The Wreck of the Edmund Fitzgerald

As the winter months set in, nature becomes a cruel reminder of one’s mortality. As maritime traditions go, navigating the waters of the Great Lakes was always a treacherous one, combining extreme cold, enormous size, and gale-force winds that could reach hurricane force. On November 10th, 1975, nearby ships and shore radio stations lost contact with the Edmund Fitzgerald, one of the largest and most storied iron ore freighters that worked the lakes with some regularity, and the last lake freighter to go down since. After losing its radar and beginning to list, the Fitzgerald went under with all 29 crew members in the darkness of the night, leaving rescue crews and researchers alike more questions than answers as to how such a vessel could have capsized and sank with such speed.


The Myth of the 20th Century – Episode 149 – The Wreck of the Edmund Fitzgerald

— References —

– Death Ship, Traven (1980)
– North Country, Caro (2005)
– Mighty Fitz: The Sinking of the Edmund Fitzgerald, Schumacher (2008)

5 Comments Add yours

  1. For fun, I’ll mention that I was refurbishing an attic in East Lansing the day the Edmund Fitzgerald went down. Even hundreds of miles away from Lake Superior, it was brutally cold and windy. Just plain mean and ugly weather. When my workmate and I heard the news of the lost-ship, we were overcome by a kinda dreadful metaphysic. Like listening to the radio, in National Socialist Germany, and hearing that the 6th Army was surrounded in Stalingrad. This is only a slight exaggeration. There was a sense of deep-deep doom and irrevocable catastrophe. The terror of being stranded on a sinking ship.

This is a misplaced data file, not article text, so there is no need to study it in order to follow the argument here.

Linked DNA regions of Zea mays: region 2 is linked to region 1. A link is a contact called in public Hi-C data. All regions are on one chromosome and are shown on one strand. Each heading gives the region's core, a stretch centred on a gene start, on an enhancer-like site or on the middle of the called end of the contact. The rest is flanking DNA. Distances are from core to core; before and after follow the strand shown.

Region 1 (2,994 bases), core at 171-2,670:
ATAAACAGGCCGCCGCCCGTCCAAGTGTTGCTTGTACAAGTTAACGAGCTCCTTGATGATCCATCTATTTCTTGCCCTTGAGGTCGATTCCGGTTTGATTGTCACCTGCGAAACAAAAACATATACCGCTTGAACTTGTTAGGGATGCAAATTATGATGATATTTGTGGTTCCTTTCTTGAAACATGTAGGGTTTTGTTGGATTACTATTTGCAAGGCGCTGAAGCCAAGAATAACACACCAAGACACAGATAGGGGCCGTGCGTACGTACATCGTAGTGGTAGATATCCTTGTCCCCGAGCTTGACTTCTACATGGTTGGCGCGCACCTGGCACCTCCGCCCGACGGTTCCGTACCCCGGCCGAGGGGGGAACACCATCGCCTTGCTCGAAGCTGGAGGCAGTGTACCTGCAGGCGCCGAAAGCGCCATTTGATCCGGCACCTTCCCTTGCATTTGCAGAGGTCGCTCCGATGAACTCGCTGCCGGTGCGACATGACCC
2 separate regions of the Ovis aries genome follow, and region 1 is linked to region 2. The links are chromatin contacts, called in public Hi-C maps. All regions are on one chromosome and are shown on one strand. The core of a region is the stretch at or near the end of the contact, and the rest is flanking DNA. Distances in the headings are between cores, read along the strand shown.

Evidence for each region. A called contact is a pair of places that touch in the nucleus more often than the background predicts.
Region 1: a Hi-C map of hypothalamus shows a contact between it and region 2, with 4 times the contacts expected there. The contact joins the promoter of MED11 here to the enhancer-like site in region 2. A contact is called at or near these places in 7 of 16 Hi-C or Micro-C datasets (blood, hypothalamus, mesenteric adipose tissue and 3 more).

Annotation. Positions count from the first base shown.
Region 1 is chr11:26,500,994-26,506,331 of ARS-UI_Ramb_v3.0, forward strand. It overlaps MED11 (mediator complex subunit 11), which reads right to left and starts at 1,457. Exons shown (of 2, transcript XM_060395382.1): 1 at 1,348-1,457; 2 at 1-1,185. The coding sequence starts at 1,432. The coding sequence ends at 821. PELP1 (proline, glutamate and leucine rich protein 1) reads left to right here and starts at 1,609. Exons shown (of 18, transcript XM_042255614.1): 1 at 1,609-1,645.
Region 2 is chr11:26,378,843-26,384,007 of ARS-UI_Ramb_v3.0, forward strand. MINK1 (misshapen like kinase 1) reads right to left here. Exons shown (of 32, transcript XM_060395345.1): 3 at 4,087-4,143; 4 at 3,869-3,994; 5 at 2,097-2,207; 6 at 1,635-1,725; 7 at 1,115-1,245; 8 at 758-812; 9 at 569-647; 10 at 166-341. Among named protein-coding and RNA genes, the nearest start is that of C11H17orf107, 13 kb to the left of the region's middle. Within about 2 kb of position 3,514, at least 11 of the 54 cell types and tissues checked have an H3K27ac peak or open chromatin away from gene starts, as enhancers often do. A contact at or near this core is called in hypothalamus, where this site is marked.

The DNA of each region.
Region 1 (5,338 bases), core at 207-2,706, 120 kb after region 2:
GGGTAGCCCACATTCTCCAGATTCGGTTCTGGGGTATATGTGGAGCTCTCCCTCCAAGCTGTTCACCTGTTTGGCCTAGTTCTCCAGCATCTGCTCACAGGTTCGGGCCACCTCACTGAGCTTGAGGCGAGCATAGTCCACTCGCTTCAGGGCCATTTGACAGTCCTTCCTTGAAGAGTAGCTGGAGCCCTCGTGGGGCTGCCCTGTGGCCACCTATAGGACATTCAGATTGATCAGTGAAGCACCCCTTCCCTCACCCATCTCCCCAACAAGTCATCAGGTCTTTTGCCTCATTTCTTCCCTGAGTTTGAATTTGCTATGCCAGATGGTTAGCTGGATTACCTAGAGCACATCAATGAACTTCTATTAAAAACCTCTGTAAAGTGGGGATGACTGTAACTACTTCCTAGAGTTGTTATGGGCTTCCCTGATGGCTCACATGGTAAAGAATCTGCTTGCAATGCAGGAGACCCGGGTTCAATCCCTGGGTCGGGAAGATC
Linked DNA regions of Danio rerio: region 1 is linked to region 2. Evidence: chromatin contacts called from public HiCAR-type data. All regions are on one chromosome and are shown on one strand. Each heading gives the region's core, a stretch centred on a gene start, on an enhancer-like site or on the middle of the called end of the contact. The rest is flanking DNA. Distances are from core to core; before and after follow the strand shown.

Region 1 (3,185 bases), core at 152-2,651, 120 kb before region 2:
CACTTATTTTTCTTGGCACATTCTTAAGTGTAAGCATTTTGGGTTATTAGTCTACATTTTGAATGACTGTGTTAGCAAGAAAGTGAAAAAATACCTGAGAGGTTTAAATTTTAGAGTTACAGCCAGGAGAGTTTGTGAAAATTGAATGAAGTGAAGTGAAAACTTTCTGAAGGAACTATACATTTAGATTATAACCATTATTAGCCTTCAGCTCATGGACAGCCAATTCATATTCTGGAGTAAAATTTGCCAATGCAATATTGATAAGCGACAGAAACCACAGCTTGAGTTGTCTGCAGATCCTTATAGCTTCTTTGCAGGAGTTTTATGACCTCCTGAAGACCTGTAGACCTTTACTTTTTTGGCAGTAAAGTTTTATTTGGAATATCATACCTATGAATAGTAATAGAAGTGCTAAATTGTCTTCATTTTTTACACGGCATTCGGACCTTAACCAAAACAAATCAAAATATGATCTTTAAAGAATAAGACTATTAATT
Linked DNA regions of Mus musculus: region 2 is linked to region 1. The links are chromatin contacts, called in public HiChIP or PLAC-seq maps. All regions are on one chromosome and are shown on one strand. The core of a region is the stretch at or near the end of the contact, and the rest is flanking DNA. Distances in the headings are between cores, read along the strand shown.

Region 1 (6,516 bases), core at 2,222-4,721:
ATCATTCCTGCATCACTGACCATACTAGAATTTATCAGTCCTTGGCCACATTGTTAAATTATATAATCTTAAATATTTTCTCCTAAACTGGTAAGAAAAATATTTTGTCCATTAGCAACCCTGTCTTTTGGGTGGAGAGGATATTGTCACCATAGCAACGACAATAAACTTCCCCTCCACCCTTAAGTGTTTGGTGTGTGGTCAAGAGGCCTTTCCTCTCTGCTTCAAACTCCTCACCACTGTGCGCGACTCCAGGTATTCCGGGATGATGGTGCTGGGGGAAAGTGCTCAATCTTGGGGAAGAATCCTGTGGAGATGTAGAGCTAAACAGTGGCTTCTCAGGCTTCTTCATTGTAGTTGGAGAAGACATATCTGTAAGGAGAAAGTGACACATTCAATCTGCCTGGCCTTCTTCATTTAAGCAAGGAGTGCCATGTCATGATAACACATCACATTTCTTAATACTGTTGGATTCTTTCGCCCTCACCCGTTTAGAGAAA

2. Peter Whitaker says:

    Iron ore originates from the Great Oxidation Event. Before the evolution of photosynthesis, iron occurred naturally in its pure form dissolved in the ocean. Oxygen started to be produced and in short time precipitated all the iron down to the ocean floor. From this brief moment in geological history comes the banded iron formation. Precambrian rocks are the oldest and deepest rocks and are only raised to the surface when mountains form. Within newly formed mountains, the precambrian rock is still buried beneath the base of the mountain. Only the very oldest mountain formations have been eroded away to expose these bottom layers. These are regions that are completely eroded flat and are called continental shields or cratons. Continental shields are located at the center of continental plates. They serve as the nuclei around which continents accumulate land. The continental shield of North America encompasses the Hudson Bay and all of the surrounding provinces. Lake Superior marks the southern boundary of what is called the Canadian Shield. The link below explains in further detail the geology of the Great Lakes region.


  3. Dad Rock says:

    Good show. I used to hear about the Edmund Fitzgerald and other lost Lake Superior freighters from my maternal grandparents in the UP. My dad and grandpa were both merchant marines and I spent a year and a half in the marine construction industry. I can absolutely confirm the realization of insignificance in the face of nature.


  4. Earl Shetland says:

    This is why I love this show. One week, a guest explains how Satanic forces conspired to destroy Rome and have put the world on the death spiral ever since… the following week, friggin’ Gordon Lightfoot.

    But that’s how life goes sometimes.


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